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Turn off the TV and Turn on to Physical Activity!


By Rae Pica

Imagine having no television for an entire season. Such was the case for a friend, whose mother hauled the appliance right out of the house at the start of every summer. Surprisingly, Ola and her siblings didn't miss it, as they managed to keep themselves busy in other ways. And, today, Ola is glad her mother maintained that annual tradition, as she learned not to rely on TV to keep her entertained. She and her two young daughters also tend to be more physically active than other families she knows something she attributes directly to the amount of active play she engaged in as a child.

Could today's families survive as well without the "tube?" And, if forced to go without (say, during TV-Turnoff Week: this year April 19-25), would they be physically active or simply resort to another form of electronic entertainment?

Unfortunately, children today spend the better part of their waking lives watching television. It's been estimated that between the ages of two and seventeen American children spend an average of three years of their waking lives watching TV and that doesn't even include time spent watching videos, playing video games, or using the computer. That's the equivalent of more than fifteen thousand hours in front of the set (about a thousand hours a year) as compared with twelve thousand hours spent in a classroom. The end result? A total of twenty-seven thousand hours more than six years of their young lives without a whole heck of a lot of movement.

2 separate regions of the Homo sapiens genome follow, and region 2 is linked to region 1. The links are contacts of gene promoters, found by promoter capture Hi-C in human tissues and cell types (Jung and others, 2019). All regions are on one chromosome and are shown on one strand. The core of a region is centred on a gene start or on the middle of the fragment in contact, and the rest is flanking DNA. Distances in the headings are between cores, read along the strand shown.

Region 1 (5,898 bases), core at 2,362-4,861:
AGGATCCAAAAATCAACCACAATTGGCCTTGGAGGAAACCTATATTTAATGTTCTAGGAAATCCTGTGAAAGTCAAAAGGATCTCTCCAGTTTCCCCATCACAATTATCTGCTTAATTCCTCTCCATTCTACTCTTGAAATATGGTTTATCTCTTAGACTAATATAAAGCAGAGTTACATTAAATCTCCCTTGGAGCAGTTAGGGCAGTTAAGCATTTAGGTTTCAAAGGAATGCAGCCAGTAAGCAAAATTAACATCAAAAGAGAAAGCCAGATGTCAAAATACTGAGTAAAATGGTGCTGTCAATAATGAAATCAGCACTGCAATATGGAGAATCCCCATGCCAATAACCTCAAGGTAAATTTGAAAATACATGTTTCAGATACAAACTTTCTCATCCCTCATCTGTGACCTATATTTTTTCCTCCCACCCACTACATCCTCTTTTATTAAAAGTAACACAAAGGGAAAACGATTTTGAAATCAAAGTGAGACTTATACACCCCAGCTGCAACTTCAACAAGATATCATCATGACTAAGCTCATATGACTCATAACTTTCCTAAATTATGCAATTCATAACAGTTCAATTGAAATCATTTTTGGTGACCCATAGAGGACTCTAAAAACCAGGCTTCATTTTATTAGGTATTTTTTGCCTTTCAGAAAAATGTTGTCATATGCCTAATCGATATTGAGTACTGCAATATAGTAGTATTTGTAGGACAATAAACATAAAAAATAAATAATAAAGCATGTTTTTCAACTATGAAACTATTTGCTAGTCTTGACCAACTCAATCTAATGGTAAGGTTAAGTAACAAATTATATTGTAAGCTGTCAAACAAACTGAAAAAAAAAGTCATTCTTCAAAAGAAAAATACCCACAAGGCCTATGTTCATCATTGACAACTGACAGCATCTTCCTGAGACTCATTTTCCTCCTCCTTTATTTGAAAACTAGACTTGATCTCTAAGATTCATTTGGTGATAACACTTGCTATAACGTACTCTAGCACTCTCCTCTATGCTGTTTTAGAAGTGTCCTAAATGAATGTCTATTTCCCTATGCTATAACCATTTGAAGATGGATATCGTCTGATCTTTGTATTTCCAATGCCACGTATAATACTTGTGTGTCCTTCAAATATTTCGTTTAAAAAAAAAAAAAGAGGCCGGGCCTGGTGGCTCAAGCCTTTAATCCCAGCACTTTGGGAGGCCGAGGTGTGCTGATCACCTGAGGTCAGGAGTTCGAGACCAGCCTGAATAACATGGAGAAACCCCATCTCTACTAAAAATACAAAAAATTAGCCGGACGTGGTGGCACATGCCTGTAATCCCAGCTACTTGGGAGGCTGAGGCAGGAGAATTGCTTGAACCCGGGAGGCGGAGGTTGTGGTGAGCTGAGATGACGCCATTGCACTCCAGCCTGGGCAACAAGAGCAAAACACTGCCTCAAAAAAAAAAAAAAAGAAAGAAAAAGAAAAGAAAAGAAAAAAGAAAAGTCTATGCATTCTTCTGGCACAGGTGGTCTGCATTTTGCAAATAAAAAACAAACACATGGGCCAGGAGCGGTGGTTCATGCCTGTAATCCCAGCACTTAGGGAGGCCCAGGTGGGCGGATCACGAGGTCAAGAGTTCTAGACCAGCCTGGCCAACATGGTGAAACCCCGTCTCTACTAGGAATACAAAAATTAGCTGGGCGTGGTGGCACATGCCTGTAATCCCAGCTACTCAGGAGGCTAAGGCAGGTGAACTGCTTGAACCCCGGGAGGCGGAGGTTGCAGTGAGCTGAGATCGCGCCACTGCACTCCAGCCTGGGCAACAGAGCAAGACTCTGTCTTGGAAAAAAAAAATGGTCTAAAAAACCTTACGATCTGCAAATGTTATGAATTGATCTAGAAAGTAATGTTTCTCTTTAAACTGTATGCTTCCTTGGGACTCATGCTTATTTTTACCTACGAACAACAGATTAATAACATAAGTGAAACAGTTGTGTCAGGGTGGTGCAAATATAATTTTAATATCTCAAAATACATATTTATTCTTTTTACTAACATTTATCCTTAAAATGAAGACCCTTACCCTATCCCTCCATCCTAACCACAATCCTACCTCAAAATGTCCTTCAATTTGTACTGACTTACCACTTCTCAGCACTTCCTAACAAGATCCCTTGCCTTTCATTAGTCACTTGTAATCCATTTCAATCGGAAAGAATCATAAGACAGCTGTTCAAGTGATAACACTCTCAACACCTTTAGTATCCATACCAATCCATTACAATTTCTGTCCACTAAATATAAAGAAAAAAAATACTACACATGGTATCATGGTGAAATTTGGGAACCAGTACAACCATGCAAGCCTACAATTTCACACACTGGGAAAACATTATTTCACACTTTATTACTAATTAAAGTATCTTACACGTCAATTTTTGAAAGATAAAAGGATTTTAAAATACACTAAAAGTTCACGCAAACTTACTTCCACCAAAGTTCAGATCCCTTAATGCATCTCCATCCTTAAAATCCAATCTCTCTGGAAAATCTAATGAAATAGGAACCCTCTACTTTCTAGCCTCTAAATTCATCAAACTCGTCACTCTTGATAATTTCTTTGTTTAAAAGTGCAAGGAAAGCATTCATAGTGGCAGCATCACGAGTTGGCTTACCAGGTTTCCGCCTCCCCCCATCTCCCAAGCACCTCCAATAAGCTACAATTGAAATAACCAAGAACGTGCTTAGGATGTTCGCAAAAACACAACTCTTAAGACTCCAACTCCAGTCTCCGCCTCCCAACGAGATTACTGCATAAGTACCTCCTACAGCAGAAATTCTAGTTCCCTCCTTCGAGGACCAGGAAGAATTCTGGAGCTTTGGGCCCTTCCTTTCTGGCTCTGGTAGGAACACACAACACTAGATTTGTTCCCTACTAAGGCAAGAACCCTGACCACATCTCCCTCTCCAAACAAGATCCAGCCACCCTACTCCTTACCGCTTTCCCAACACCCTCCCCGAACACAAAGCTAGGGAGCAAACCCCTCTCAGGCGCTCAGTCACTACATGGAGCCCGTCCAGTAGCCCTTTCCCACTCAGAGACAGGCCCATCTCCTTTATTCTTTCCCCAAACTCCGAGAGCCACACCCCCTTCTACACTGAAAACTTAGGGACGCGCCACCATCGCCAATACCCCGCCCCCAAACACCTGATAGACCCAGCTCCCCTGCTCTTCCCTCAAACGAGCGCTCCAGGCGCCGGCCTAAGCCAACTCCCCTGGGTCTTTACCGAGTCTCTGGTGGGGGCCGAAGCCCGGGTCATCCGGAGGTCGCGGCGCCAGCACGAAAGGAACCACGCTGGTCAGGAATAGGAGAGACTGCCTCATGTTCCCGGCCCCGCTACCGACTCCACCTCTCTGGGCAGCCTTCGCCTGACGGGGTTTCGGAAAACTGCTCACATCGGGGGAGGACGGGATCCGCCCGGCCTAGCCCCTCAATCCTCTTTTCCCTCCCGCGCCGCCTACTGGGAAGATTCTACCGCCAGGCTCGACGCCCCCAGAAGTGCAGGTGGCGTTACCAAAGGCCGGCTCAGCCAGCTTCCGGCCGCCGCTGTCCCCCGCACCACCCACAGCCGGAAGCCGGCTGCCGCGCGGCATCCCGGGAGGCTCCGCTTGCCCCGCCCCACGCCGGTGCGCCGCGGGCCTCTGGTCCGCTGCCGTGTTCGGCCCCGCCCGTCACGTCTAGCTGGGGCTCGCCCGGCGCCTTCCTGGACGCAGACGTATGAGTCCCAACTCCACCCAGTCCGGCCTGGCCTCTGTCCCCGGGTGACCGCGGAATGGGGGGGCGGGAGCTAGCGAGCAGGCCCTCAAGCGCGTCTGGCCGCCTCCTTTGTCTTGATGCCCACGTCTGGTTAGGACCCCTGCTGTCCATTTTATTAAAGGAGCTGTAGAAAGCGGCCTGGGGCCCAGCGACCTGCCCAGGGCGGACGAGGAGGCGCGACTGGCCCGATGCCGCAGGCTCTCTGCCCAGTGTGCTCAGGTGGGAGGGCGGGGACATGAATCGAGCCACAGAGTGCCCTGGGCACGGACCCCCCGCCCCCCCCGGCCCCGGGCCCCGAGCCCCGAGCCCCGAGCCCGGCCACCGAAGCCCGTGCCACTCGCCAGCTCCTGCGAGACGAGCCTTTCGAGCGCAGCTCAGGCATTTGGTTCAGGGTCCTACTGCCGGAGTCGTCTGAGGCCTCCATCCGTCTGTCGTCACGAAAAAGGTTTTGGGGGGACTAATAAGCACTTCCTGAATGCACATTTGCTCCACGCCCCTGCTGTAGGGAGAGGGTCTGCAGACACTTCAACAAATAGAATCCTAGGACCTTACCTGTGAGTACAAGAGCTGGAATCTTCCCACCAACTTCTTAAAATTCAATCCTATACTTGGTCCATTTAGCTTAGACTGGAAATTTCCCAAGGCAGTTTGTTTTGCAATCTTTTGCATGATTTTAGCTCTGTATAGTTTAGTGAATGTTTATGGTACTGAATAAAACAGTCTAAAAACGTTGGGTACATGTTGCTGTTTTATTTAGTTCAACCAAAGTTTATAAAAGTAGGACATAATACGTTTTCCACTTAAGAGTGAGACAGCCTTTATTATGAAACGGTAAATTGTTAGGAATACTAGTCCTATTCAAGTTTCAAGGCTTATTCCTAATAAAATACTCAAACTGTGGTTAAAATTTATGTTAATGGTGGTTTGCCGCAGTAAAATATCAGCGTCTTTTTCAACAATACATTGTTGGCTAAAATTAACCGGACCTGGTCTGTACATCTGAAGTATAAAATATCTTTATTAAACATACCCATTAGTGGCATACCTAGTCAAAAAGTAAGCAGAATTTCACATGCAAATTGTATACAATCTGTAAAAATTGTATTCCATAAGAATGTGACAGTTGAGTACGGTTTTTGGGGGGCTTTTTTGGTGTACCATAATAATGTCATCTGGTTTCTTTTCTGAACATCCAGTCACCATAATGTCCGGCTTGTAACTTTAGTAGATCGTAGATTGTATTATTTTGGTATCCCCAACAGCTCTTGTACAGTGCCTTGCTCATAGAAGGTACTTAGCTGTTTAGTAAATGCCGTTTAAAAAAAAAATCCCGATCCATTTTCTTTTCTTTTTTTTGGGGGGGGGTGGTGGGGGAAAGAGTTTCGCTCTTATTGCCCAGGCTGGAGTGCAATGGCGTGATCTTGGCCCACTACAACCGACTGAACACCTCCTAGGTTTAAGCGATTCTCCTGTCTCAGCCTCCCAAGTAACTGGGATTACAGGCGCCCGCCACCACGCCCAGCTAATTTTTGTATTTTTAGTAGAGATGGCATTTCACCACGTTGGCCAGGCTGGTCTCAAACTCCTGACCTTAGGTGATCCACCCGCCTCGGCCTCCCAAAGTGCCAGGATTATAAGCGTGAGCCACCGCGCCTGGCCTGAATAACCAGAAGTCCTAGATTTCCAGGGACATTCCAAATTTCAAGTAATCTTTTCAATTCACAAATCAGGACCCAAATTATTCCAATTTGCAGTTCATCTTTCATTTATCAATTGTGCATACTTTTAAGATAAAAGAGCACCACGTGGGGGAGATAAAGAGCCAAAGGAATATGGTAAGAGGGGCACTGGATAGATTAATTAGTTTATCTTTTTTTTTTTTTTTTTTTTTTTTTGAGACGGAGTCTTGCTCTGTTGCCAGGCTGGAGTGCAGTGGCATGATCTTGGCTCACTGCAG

Why be concerned? The number-one reason is that too much television results in an unfit individual adult or child. Dr. Kenneth Cooper, author of Fit Kids!, reports that in 1998 researchers at San Diego State University found that both parents' and children's performance levels on a simple test of aerobic fitness (one-mile walk/run) decreased as their viewing increased. Cooper contends that children who watch several hours of television every day have lower fitness levels than those who watch fewer than two hours.

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Worse still, as the hours spent watching TV increase, so does the likelihood of obesity among children and adolescents. Researchers are discovering that the percentage of body fat increases along with the number of hours spent in front of the tube and that obesity is lower among children who watch television for one hour or less a day. The risk actually increases almost two percent for each additional hour watched!

Of course, even children who aren't overweight or obese can still be unfit if they participate in too little vigorous physical activity. Whether it's evident on the outside or not, when the time comes for them to exert physical energy, they'll likely find their muscles, heart, and lungs aren't up to the challenge.

Once upon a time, children ran and skipped, climbed trees, jumped rope, played hopscotch, and rode their bicycles for blocks. Most likely you remember some of that yourself. Before you were old enough for school, it seems you were never indoors. You and the neighborhood children ran screaming through each other's yards and even down the middle of the streets. You raced each other to the slide and the swings, chased butterflies, and got grass-stained practicing your tumbling skills on the lawn.